Rosa Louise Parks

Is your surname Parks?

Research the Parks family

Rosa Louise Parks's Geni Profile

Share your family tree and photos with the people you know and love

  • Build your family tree online
  • Share photos and videos
  • Smart Matching™ technology
  • Free!

Rosa Louise Parks (McCauley)

Birthdate: (92)
Birthplace: Tuskegee, Macon County, Alabama, United States
Death: October 24, 2005 (92)
Her Apartment, Detroit, Wayne County, Michigan, United States (Dementia)
Place of Burial: Detroit, Wayne County, Michigan, United States
Immediate Family:

Daughter of Jim H. McCauley and Leona McCauley
Wife of Raymond A. Parks
Sister of Sylvester James McCauley

Occupation: Dressmaker, a seamstress, a life insurance agent, housekeeper, a hotel supervisor, civil rights activist, speaker, and author.
Managed by: Private User
Last Updated:
view all

Immediate Family

About Rosa Louise Parks

Profile of the day in Geni, Rosa Parks.

She was an African American civil rights activist, whom the U.S. Congress later called "the first lady of civil rights", and "the mother of the freedom movement".

On December 1, 1955 in Montgomery, Alabama, Parks, age 42, refused to obey bus driver James Blake's order that she give up her seat to make room for a white passenger. Her action was not the first of its kind. Irene Morgan in 1946, and Sarah Louise Keys in 1955, had won rulings before the U.S. Supreme Court, and the Interstate Commerce Commission, respectively, in the area of interstate bus travel. Nine months before Parks refused to give up her seat, 15-year-old Claudette Colvin refused to move from her seat on the same bus system. In New York City, in 1854, Lizzie Jennings engaged in similar activity, leading to the desegregation of the horsecars and horse-drawn omnibuses of that city. [3] But unlike these previous individual actions of civil disobedience, Parks' action sparked the Montgomery Bus Boycott.

Parks' act of defiance became an important symbol of the modern Civil Rights Movement and Parks became an international icon of resistance to racial segregation. She organized and collaborated with civil rights leaders, including boycott leader Martin Luther King, Jr., helping to launch him to national prominence in the civil rights movement.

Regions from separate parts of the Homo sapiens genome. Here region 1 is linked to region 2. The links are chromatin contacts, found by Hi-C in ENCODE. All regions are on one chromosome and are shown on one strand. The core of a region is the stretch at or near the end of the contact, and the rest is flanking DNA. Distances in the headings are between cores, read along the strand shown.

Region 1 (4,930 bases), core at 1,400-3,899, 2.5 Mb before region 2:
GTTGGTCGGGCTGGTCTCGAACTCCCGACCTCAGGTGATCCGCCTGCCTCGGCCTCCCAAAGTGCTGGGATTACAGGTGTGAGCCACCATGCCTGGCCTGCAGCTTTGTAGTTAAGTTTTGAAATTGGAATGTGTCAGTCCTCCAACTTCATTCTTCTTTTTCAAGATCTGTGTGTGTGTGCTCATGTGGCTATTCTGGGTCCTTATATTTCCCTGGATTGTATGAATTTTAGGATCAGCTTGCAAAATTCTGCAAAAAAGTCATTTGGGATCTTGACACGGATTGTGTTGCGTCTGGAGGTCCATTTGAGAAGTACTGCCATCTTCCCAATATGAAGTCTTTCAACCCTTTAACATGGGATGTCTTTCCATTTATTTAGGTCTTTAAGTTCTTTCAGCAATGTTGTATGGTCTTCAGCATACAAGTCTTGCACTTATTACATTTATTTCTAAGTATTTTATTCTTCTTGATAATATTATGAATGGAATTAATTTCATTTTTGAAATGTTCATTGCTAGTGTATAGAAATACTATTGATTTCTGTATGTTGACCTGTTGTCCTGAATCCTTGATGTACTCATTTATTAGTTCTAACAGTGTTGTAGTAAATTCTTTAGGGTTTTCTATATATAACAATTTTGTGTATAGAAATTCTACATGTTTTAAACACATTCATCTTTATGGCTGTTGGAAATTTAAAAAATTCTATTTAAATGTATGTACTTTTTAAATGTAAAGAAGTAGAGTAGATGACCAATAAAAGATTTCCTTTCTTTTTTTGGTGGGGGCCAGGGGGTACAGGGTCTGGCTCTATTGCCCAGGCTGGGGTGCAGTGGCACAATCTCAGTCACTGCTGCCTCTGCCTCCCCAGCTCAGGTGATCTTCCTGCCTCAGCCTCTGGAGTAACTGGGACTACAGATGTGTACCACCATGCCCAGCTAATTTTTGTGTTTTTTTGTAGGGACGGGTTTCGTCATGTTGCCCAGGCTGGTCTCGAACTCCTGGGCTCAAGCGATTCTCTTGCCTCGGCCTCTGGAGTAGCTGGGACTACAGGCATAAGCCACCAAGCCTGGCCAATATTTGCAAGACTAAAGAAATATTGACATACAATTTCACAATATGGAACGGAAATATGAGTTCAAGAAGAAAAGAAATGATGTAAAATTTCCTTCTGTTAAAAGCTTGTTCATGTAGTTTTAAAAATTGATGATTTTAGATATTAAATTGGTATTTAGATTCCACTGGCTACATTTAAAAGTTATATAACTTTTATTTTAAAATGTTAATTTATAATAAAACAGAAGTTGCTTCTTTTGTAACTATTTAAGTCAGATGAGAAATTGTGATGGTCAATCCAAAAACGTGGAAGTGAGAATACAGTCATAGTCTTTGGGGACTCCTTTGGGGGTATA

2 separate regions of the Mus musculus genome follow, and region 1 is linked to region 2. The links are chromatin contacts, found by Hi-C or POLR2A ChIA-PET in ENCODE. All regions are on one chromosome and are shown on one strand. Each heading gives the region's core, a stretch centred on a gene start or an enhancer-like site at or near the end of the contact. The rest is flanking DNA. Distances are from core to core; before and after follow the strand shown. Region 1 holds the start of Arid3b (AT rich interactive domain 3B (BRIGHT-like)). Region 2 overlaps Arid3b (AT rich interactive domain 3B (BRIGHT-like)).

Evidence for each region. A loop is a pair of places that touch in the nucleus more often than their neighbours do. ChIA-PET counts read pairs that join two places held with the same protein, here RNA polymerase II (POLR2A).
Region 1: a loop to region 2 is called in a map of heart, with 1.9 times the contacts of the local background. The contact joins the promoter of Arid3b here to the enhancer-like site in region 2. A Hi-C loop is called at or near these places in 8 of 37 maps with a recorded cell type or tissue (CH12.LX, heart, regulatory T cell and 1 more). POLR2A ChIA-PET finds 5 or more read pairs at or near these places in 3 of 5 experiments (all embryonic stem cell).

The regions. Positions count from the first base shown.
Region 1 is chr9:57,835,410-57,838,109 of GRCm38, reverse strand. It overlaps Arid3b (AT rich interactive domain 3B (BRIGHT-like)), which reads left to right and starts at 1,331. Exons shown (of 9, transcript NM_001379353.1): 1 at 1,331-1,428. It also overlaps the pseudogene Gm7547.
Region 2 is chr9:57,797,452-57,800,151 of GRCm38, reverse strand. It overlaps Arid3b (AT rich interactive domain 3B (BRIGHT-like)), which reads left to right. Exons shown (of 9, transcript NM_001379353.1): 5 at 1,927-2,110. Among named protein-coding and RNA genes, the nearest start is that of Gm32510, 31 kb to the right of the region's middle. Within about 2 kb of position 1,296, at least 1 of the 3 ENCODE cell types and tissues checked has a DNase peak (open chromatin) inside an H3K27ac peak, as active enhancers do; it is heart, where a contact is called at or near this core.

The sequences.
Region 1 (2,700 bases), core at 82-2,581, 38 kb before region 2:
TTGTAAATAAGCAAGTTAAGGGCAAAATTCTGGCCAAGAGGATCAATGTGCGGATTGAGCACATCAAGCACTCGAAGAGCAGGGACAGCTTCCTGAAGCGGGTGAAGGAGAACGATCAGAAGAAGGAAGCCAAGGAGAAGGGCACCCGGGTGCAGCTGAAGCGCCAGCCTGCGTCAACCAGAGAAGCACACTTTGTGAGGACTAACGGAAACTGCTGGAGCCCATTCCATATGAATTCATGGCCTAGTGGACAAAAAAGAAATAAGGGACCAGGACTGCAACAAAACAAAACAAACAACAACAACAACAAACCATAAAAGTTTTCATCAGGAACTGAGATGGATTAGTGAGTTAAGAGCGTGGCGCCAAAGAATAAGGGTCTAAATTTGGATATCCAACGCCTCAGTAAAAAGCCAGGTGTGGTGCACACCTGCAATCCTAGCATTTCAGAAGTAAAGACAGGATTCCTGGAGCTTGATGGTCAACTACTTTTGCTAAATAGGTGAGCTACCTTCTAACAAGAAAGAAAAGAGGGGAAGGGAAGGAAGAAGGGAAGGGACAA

At the time of her action, Parks was secretary of the Montgomery chapter of the National Association for the Advancement of Colored People (NAACP) and had recently attended the Highlander Folk School, a Tennessee center for workers' rights and racial equality. Nonetheless, she took her action as a private citizen "tired of giving in". Although widely honored in later years for her action, she suffered for it, losing her job as a seamstress in a local department store. Eventually, she moved to Detroit, Michigan, where she found similar work. From 1965 to 1988 she served as secretary and receptionist to African-American U.S. Representative John Conyers. After retirement from this position, she wrote an autobiography and lived a largely private life in Detroit. In her final years she suffered from dementia and became embroiled in a lawsuit filed on her behalf against American hip-hop duo OutKast.

Parks eventually received many honors ranging from the 1979 Spingarn Medal to the Presidential Medal of Freedom, the Congressional Gold Medal and a posthumous statue in the United States Capitol's National Statuary Hall. Her death in 2005 was a major story in the United States' leading newspapers. She was granted the posthumous honor of lying in state at the Capitol Rotunda.


Famous People Who Died of Dementia

Rosa Parks was a civil rights activist and NAACP leader who became famous after she refused to give up her seat on the bus to a white person. She received national recognitions including the Presidential Medal of Freedom. She lived a full life until she died of natural causes at the age of 92 on October 24, 2005. She had been struggling with dementia for years.